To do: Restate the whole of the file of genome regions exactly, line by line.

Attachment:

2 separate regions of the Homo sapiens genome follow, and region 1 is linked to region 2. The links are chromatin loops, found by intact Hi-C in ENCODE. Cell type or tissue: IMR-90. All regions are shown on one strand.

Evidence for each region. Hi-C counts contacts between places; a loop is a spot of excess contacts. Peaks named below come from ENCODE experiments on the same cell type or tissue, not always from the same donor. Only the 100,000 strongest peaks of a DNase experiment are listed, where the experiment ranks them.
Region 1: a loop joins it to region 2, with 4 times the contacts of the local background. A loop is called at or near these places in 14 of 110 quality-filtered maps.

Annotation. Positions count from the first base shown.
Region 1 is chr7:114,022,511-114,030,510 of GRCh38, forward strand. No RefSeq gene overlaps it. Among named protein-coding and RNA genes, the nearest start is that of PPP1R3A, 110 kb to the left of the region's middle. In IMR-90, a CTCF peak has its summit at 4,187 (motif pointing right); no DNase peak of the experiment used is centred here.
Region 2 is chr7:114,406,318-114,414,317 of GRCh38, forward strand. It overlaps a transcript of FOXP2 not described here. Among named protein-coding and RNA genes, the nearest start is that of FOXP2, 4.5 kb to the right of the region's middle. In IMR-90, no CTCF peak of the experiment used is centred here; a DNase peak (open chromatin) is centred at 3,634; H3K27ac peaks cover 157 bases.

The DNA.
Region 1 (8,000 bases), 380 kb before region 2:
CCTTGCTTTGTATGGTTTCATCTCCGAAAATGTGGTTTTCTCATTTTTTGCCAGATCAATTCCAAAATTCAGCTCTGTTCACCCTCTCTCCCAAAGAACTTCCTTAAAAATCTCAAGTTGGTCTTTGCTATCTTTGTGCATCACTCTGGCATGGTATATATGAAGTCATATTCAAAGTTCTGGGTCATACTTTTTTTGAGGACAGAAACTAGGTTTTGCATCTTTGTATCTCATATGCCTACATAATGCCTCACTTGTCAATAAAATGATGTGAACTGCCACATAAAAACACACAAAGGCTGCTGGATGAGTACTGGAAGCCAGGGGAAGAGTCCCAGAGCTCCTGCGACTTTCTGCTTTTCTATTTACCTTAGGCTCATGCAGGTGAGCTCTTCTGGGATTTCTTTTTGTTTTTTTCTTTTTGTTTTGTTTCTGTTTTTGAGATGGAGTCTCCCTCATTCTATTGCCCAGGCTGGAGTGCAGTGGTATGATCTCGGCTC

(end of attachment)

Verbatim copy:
2 separate regions of the Homo sapiens genome follow, and region 1 is linked to region 2. The links are chromatin loops, found by intact Hi-C in ENCODE. Cell type or tissue: IMR-90. All regions are shown on one strand.

Evidence for each region. Hi-C counts contacts between places; a loop is a spot of excess contacts. Peaks named below come from ENCODE experiments on the same cell type or tissue, not always from the same donor. Only the 100,000 strongest peaks of a DNase experiment are listed, where the experiment ranks them.
Region 1: a loop joins it to region 2, with 4 times the contacts of the local background. A loop is called at or near these places in 14 of 110 quality-filtered maps.

Annotation. Positions count from the first base shown.
Region 1 is chr7:114,022,511-114,030,510 of GRCh38, forward strand. No RefSeq gene overlaps it. Among named protein-coding and RNA genes, the nearest start is that of PPP1R3A, 110 kb to the left of the region's middle. In IMR-90, a CTCF peak has its summit at 4,187 (motif pointing right); no DNase peak of the experiment used is centred here.
Region 2 is chr7:114,406,318-114,414,317 of GRCh38, forward strand. It overlaps a transcript of FOXP2 not described here. Among named protein-coding and RNA genes, the nearest start is that of FOXP2, 4.5 kb to the right of the region's middle. In IMR-90, no CTCF peak of the experiment used is centred here; a DNase peak (open chromatin) is centred at 3,634; H3K27ac peaks cover 157 bases.

The DNA.
Region 1 (8,000 bases), 380 kb before region 2:
CCTTGCTTTGTATGGTTTCATCTCCGAAAATGTGGTTTTCTCATTTTTTGCCAGATCAATTCCAAAATTCAGCTCTGTTCACCCTCTCTCCCAAAGAACTTCCTTAAAAATCTCAAGTTGGTCTTTGCTATCTTTGTGCATCACTCTGGCATGGTATATATGAAGTCATATTCAAAGTTCTGGGTCATACTTTTTTTGAGGACAGAAACTAGGTTTTGCATCTTTGTATCTCATATGCCTACATAATGCCTCACTTGTCAATAAAATGATGTGAACTGCCACATAAAAACACACAAAGGCTGCTGGATGAGTACTGGAAGCCAGGGGAAGAGTCCCAGAGCTCCTGCGACTTTCTGCTTTTCTATTTACCTTAGGCTCATGCAGGTGAGCTCTTCTGGGATTTCTTTTTGTTTTTTTCTTTTTGTTTTGTTTCTGTTTTTGAGATGGAGTCTCCCTCATTCTATTGCCCAGGCTGGAGTGCAGTGGTATGATCTCGGCTC